Mini reviews! They're like 'fun-sized' candy. It's more fun when there are more than one.
I have no idea who this guy is, but he has popcorn.
Tripp uses the guitar in the music practice room on odd days while Lila practices her cello in the same room on even days. When Tripp leaves his trash on the first day, Lyla writes him a note addressing the school's rules about throwing trash. And so commences a long exchange of notes and snarky comments from Mr. Odd and Ms. Even.
I spied this at a Half Price Books and thought I'd give it a go. "It could either be cute or meh." It's a quick easy read, barely over 200 pages. It's kinda cute in an MG manner, despite being a little cheesy.
I always pick up books about musicians and guitarists hoping I'll find a good one. They always end up on the DNF list. I guess I'm just not looking at the right ones? But I was determined to finish Guitar Notes and I'm glad I did. Like I said, it was a cute read.
I relate to Lyla's problem of letting people walk on her. She had difficulty telling people what she wanted and speaking her mind. I had difficulty with that for a while and occasionally still do. (Irl life people don't like it when I start speaking my mind XD) I also love Tripp. His personality was sarcastic, funny, and nervous. Although he does get angsty. . . Seriously though, his mom took his guitar away. Who wouldn't get angsty? She wanted him to make more friends, but why doesn't she try to find some other guitarists his age to befriend?
Overall, though if you can overlook stiff narration and a touch of cheesy (but funny) dialogue and you want something quick, this is a good choice. I really liked the concept best, note exchanging between two musicians from different musical spheres.
The Boy in Striped Pajamas
Bruno has to move because his father has gotten a big important job. He doesn't want to leave his friends and his grandparents and their perfect house behind. Besides their new house is so small and there are no people nearby. Well, except for the people on the other side of the fence. Who are they? He might just go adventuring to answer his questions.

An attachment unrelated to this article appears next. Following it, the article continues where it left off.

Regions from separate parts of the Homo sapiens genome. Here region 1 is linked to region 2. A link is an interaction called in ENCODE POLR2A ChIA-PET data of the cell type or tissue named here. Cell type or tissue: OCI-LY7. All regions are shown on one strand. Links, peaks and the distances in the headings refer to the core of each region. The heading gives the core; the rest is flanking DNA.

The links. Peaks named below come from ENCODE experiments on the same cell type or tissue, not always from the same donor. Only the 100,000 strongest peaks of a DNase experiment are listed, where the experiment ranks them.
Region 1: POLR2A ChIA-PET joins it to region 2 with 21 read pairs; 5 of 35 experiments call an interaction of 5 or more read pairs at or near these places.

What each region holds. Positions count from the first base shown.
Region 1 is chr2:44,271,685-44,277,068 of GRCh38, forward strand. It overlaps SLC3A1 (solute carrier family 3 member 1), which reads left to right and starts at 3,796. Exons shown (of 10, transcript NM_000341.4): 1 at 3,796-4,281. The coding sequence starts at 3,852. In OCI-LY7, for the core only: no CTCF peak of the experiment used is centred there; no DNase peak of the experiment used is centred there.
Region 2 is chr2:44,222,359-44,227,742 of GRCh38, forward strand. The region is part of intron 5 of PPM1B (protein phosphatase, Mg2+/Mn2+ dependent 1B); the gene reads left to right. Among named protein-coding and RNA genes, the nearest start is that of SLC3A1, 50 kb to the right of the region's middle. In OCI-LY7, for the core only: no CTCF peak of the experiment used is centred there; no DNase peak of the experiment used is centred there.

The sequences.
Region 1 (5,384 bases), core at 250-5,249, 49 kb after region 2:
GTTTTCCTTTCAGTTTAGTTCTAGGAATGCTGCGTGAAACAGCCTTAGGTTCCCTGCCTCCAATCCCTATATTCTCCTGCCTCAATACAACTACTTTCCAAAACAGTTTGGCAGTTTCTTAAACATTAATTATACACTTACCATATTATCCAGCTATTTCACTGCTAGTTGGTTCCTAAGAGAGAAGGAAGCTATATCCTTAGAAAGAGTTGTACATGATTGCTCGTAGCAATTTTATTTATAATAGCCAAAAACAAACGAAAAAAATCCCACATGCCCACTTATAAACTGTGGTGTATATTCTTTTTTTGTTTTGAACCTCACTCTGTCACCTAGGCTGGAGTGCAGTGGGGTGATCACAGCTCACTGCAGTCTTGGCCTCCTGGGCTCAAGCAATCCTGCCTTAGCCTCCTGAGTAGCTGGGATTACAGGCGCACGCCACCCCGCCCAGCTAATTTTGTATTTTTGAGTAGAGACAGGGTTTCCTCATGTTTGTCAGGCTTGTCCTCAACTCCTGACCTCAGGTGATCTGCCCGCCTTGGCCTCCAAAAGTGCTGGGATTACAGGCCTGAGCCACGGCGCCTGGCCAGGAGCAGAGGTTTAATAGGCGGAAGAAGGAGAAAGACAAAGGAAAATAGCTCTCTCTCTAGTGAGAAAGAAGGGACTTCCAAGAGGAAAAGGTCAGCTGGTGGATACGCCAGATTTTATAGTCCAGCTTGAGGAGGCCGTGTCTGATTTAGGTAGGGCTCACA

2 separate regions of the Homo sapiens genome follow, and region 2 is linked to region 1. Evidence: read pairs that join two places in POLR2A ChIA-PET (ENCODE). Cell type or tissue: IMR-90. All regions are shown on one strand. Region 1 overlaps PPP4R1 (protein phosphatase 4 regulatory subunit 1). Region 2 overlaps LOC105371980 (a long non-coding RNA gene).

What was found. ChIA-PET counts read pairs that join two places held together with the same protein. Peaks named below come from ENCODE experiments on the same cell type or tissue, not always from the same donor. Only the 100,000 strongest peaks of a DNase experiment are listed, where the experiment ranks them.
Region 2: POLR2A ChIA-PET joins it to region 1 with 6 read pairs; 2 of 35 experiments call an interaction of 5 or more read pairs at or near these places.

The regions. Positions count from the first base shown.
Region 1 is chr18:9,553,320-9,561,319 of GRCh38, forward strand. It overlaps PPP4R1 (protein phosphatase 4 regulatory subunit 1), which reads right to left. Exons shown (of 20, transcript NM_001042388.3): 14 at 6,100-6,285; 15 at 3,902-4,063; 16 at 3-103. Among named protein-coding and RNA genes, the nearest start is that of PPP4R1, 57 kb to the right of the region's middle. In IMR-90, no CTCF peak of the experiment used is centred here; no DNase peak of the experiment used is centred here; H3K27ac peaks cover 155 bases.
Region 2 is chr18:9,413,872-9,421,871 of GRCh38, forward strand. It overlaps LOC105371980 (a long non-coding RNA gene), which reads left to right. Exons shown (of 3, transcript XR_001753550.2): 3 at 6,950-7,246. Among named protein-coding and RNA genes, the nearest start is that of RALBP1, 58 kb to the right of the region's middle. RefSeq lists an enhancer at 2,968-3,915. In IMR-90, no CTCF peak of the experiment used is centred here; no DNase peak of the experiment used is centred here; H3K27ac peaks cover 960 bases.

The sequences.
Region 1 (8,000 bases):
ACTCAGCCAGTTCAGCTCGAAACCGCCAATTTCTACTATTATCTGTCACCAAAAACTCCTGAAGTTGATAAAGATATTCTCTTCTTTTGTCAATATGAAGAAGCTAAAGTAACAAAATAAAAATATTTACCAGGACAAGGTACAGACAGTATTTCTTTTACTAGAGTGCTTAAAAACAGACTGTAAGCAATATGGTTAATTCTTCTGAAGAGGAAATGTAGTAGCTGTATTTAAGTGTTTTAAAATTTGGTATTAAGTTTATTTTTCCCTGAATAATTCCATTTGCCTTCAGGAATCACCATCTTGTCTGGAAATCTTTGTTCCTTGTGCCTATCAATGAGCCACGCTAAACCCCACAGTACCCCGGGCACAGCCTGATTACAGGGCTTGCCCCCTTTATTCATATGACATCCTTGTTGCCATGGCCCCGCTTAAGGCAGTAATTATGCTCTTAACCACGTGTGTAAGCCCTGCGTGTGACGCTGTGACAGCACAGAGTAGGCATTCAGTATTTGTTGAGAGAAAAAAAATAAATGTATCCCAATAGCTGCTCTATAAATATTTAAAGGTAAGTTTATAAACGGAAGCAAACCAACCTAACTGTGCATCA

Wow. This book. I looked it up at the library a long, long time ago, and they didn't have it. But recently I was wandering the shelves, as I'm apt to do, and stumbled upon it. Of course I snatched it up. It's about a boy in Germany and his father is in charge of a prison camp for Jews. Bruno eventually befriends one of the boys from the camp.
"If you ask me, we're all in the same boat. And it's leaking." -- Bruno
But this book is told completely from the story of a nine year old boy. He has no idea what is truly going on around him. He can't even pronounce half the places and names properly. He is innocence in the cruel world of society and boxes.
Again, this is another quick read. You could probably read it in one sitting, which I would suggest if possible. I highly recommend this one. Just wow. Go read it! Goodreads
The Invention of Hugo Cabret
Hugo runs the train station clocks alone. Ever since his father died, his uncle took him in. But now his uncle's disappeared too, and unless Hugo wants to be taken away to an orphanage, he must keep the clocks running as if his uncle was still here. He finds the machine he and his father had committed to fixing and perhaps if he studies his father's notebook he can fix on his own. When the toymaker Hugo's been stealing parts from takes his father's notebook, Hugo is sure he'll never be able to fix the machine. But what is wrong with the toymaker? And the girl who stops by the toy shop with her books?
This book was a delightful surprise. I loved the movie. When I found out it was based on a book, I've always wanted to read it. Again, this was another serendipity find. It is so thick though! I had borrowed it from the library with a huge stack of other books and procrastinated reading Hugo. Eventually, I made myself look through it to see if it was worth renewing. I didn't even realize it was illustrated. It was thick for a reason. The book weaves a story with a blend of both words and illustrations. And I loved the illustrations. It was like a silent film. The format of the text is a little odd. Sometimes there'll be a short paragraph on one page, or a single sentence with a lot of white space. Other times a few pages will be filled at a time without an illustration to break it apart.
The story is that of a filmmaker and magician. It's about a boy who fixes things with nimble fingers. It's about a girl who runs fast and loves books. It's about secrets and mysteries. It's about words and images. It's about a train station in Paris, France and the ghost who kept the clocks running.
I would definitely recommend this book. It's not a heavy read like The Boy in the Pajamas, but it is very sweet and the ingenuity of it is fun and intriguing. Goodreads
Have you read any of these? What have you been reading lately? And do you have any good recs with musicians?